By The Glass
Celebrate with more than champagne
We MAY believe the most popular thing to drink for the New Year is champagne, but in many parts of the world the celebration is accompanied by something else.
Champagne is most common in France and the United States. Whether it's the bubbles, the pop of the cork or the fancy glasses, nothing screams "PARTY!" more than champagne. It is customary to have a toast at midnight, but a sparkling wine isn't a bad choice for your meal earlier in the evening.
Many types are available. Most sparkling wine or champagne is brut, the driest type. Some of my favorite bruts are Roederer Brut Premier ($37.50) and Bollinger Special Cuvee ($50). If you prefer something with a tinge of sweetness, try one labeled extra dry or demi sec -- usually easier for casual drinkers to enjoy. Schramsberg Cremant ($38.99) from California is one of the best and most popular.
While most sparkling wines are a blend of pinot noir, pinot meunier and chardonnay grapes, there are some single-varietals. Sparkling wine made from only chardonnay is called blanc de blanc and my favorite is Taittinger Blanc de Blanc (1998 for $185). Some sparkling wine is also made from only pinot noir, called blanc de noirs. Moet Chandon Blanc de Noir ($23.99) is a good, inexpensive choice. Blanc de blanc typically is lighter, more delicate and subtle; blanc de noirs is fuller and more powerful.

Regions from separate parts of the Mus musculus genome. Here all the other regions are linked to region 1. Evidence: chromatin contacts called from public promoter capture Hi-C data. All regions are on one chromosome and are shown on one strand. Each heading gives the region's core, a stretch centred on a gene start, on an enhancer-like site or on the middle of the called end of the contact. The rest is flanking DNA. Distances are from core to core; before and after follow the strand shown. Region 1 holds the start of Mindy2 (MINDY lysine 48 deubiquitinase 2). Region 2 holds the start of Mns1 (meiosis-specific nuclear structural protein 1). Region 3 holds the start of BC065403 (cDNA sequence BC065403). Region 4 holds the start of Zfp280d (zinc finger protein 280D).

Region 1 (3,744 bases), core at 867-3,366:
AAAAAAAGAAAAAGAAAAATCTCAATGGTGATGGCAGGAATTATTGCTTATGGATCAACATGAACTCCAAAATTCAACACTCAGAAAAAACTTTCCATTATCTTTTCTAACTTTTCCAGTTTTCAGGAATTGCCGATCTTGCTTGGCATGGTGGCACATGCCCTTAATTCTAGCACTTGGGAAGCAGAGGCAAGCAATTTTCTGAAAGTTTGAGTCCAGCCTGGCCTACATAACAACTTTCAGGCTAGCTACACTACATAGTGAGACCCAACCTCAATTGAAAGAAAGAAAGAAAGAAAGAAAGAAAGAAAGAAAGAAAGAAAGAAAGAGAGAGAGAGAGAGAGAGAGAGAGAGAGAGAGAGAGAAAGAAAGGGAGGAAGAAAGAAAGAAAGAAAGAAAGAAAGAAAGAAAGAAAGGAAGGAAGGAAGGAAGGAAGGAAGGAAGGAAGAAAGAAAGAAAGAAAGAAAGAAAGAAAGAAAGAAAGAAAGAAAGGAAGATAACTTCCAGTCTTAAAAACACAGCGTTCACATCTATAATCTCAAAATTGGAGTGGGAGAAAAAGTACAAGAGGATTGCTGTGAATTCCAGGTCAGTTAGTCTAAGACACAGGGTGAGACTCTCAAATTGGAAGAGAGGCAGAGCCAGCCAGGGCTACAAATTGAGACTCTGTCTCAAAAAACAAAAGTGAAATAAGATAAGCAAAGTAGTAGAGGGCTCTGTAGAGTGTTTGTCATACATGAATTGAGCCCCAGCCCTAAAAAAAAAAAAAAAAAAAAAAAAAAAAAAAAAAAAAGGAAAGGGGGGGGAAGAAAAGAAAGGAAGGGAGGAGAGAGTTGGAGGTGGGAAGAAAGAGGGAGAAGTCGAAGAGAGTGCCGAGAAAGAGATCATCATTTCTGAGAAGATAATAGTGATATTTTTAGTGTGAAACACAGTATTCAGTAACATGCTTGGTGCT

A growing trend in sparkling wine is rosé, a pink wine that gets its color from longer contact with the skins of the pinot noir and pinot meunier grapes. A rosé has a little more fruit flavor than a typical sparkling wine and is a good match for various kinds of foods. I have a preference for pink over the golden color of typical champagne. Recently I really enjoyed the Henriot Rosé NV ($65.99).
Prosecco is Italy's sparkling wine, usually served as an aperitif, with appetizers or as a cocktail. It isn't generally as serious as champagne, but if all you are doing is having a sip or two for a toast it will fit that purpose. Zardetto Prosecco ($12.99) is a good one.
I have Italian friends who like to celebrate the new year with moscato d'Asti, a slightly fizzy wine that's delicately sweet, low in alcohol, with exotic flavors of lychee. The 2006 Gomba Moscato d'Asti ($15.99) is one of the best I've tasted. My wife loves moscato d'Asti.
I also have friends from Germany who swear by icewine at New Year's. Icewine is made from grapes left on the vine until they freeze. Hanging on the vines so long, the grapes start shriveling like raisins. Very little juice can be extracted from these grapes, resulting in a thick, viscous and sweet nectar that is made into icewine. As you can imagine, this takes time, patience, experience and some help from Mother Nature, so these wines are fairly pricey. But the sweet wine that results is unique and enjoyable. The 2004 Selbach Oster Zeltinger Himmelreich Eiswein ($70 for 375 milliliters) is an excellent example.
When my Japanese mother-in-law makes her traditional New Year's meal, the only choice is sake. Nothing quite matches the fishcake, mochi rice, chestnuts, grilled fish and root vegetables like a subtle, complex sake. Cold sake is definitely the trend and having a good bottle such as Mukune "Root of Innocence" (36.50) always makes my mother-in-law happy.
There are ways to celebrate other than just champagne. Find one that suits you and enjoy!
Jay Kam is president of Vintage Wine Cellar.
This column is a weekly lesson in wine pairing written by a rotating panel of wine professionals. Write to email@example.com